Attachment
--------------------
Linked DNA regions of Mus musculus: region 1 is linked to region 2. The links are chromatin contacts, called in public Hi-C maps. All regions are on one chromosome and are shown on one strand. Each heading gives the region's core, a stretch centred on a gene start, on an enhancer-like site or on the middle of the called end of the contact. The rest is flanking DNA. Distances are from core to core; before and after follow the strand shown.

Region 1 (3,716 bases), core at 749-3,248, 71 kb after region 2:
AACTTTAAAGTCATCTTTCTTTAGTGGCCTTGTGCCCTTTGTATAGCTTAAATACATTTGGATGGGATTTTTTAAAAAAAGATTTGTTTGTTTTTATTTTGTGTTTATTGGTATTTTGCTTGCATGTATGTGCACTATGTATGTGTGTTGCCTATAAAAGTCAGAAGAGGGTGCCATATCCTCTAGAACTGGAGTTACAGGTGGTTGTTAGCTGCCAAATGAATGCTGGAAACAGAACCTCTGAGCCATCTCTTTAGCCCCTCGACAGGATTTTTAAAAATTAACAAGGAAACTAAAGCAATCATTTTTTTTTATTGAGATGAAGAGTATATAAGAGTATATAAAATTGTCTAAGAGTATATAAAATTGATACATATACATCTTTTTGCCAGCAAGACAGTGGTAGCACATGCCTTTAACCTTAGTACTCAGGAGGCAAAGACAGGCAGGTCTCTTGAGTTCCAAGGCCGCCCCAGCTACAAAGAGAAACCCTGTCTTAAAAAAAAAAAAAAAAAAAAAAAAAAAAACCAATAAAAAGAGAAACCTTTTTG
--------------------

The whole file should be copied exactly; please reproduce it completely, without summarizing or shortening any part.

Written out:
Linked DNA regions of Mus musculus: region 1 is linked to region 2. The links are chromatin contacts, called in public Hi-C maps. All regions are on one chromosome and are shown on one strand. Each heading gives the region's core, a stretch centred on a gene start, on an enhancer-like site or on the middle of the called end of the contact. The rest is flanking DNA. Distances are from core to core; before and after follow the strand shown.

Region 1 (3,716 bases), core at 749-3,248, 71 kb after region 2:
AACTTTAAAGTCATCTTTCTTTAGTGGCCTTGTGCCCTTTGTATAGCTTAAATACATTTGGATGGGATTTTTTAAAAAAAGATTTGTTTGTTTTTATTTTGTGTTTATTGGTATTTTGCTTGCATGTATGTGCACTATGTATGTGTGTTGCCTATAAAAGTCAGAAGAGGGTGCCATATCCTCTAGAACTGGAGTTACAGGTGGTTGTTAGCTGCCAAATGAATGCTGGAAACAGAACCTCTGAGCCATCTCTTTAGCCCCTCGACAGGATTTTTAAAAATTAACAAGGAAACTAAAGCAATCATTTTTTTTTATTGAGATGAAGAGTATATAAGAGTATATAAAATTGTCTAAGAGTATATAAAATTGATACATATACATCTTTTTGCCAGCAAGACAGTGGTAGCACATGCCTTTAACCTTAGTACTCAGGAGGCAAAGACAGGCAGGTCTCTTGAGTTCCAAGGCCGCCCCAGCTACAAAGAGAAACCCTGTCTTAAAAAAAAAAAAAAAAAAAAAAAAAAAAACCAATAAAAAGAGAAACCTTTTTG